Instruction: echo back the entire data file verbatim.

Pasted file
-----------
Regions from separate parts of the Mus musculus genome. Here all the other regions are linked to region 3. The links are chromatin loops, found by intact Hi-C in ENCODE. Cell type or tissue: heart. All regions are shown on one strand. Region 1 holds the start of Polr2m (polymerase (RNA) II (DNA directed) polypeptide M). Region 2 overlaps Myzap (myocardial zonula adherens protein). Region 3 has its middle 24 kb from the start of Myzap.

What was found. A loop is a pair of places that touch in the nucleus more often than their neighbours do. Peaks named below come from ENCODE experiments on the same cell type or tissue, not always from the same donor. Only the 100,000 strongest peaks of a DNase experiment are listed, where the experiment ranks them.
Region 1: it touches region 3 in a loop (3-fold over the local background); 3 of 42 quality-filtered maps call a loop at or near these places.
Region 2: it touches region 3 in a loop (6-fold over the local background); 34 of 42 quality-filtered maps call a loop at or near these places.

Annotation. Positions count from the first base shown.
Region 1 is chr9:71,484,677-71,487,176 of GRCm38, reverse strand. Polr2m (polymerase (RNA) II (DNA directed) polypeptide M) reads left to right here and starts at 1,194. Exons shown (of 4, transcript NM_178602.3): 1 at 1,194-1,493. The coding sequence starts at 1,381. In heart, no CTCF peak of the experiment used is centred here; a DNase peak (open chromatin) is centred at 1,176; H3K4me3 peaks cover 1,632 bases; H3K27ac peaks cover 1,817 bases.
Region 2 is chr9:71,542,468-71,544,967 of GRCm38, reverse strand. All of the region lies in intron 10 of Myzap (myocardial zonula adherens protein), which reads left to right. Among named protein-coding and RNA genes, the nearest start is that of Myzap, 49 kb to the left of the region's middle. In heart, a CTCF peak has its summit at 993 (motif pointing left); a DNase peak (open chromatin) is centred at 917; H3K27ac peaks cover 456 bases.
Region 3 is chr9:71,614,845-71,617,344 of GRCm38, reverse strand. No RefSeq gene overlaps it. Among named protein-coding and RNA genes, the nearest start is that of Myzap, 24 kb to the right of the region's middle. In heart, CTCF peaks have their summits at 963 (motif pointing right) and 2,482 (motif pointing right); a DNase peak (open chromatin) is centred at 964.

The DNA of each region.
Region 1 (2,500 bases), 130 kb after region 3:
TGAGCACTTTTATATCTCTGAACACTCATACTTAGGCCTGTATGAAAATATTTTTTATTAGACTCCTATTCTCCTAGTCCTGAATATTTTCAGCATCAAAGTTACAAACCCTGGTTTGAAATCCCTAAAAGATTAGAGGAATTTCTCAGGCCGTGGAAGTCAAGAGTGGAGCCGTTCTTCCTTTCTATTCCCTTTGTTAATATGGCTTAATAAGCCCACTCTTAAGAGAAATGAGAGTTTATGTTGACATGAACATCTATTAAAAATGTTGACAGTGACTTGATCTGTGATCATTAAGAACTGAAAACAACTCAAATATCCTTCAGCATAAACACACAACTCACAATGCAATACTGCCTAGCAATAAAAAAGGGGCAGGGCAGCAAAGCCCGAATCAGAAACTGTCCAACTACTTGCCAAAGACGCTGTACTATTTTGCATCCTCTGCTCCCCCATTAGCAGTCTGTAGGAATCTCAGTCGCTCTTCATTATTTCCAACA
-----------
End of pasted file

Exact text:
Regions from separate parts of the Mus musculus genome. Here all the other regions are linked to region 3. The links are chromatin loops, found by intact Hi-C in ENCODE. Cell type or tissue: heart. All regions are shown on one strand. Region 1 holds the start of Polr2m (polymerase (RNA) II (DNA directed) polypeptide M). Region 2 overlaps Myzap (myocardial zonula adherens protein). Region 3 has its middle 24 kb from the start of Myzap.

What was found. A loop is a pair of places that touch in the nucleus more often than their neighbours do. Peaks named below come from ENCODE experiments on the same cell type or tissue, not always from the same donor. Only the 100,000 strongest peaks of a DNase experiment are listed, where the experiment ranks them.
Region 1: it touches region 3 in a loop (3-fold over the local background); 3 of 42 quality-filtered maps call a loop at or near these places.
Region 2: it touches region 3 in a loop (6-fold over the local background); 34 of 42 quality-filtered maps call a loop at or near these places.

Annotation. Positions count from the first base shown.
Region 1 is chr9:71,484,677-71,487,176 of GRCm38, reverse strand. Polr2m (polymerase (RNA) II (DNA directed) polypeptide M) reads left to right here and starts at 1,194. Exons shown (of 4, transcript NM_178602.3): 1 at 1,194-1,493. The coding sequence starts at 1,381. In heart, no CTCF peak of the experiment used is centred here; a DNase peak (open chromatin) is centred at 1,176; H3K4me3 peaks cover 1,632 bases; H3K27ac peaks cover 1,817 bases.
Region 2 is chr9:71,542,468-71,544,967 of GRCm38, reverse strand. All of the region lies in intron 10 of Myzap (myocardial zonula adherens protein), which reads left to right. Among named protein-coding and RNA genes, the nearest start is that of Myzap, 49 kb to the left of the region's middle. In heart, a CTCF peak has its summit at 993 (motif pointing left); a DNase peak (open chromatin) is centred at 917; H3K27ac peaks cover 456 bases.
Region 3 is chr9:71,614,845-71,617,344 of GRCm38, reverse strand. No RefSeq gene overlaps it. Among named protein-coding and RNA genes, the nearest start is that of Myzap, 24 kb to the right of the region's middle. In heart, CTCF peaks have their summits at 963 (motif pointing right) and 2,482 (motif pointing right); a DNase peak (open chromatin) is centred at 964.

The DNA of each region.
Region 1 (2,500 bases), 130 kb after region 3:
TGAGCACTTTTATATCTCTGAACACTCATACTTAGGCCTGTATGAAAATATTTTTTATTAGACTCCTATTCTCCTAGTCCTGAATATTTTCAGCATCAAAGTTACAAACCCTGGTTTGAAATCCCTAAAAGATTAGAGGAATTTCTCAGGCCGTGGAAGTCAAGAGTGGAGCCGTTCTTCCTTTCTATTCCCTTTGTTAATATGGCTTAATAAGCCCACTCTTAAGAGAAATGAGAGTTTATGTTGACATGAACATCTATTAAAAATGTTGACAGTGACTTGATCTGTGATCATTAAGAACTGAAAACAACTCAAATATCCTTCAGCATAAACACACAACTCACAATGCAATACTGCCTAGCAATAAAAAAGGGGCAGGGCAGCAAAGCCCGAATCAGAAACTGTCCAACTACTTGCCAAAGACGCTGTACTATTTTGCATCCTCTGCTCCCCCATTAGCAGTCTGTAGGAATCTCAGTCGCTCTTCATTATTTCCAACA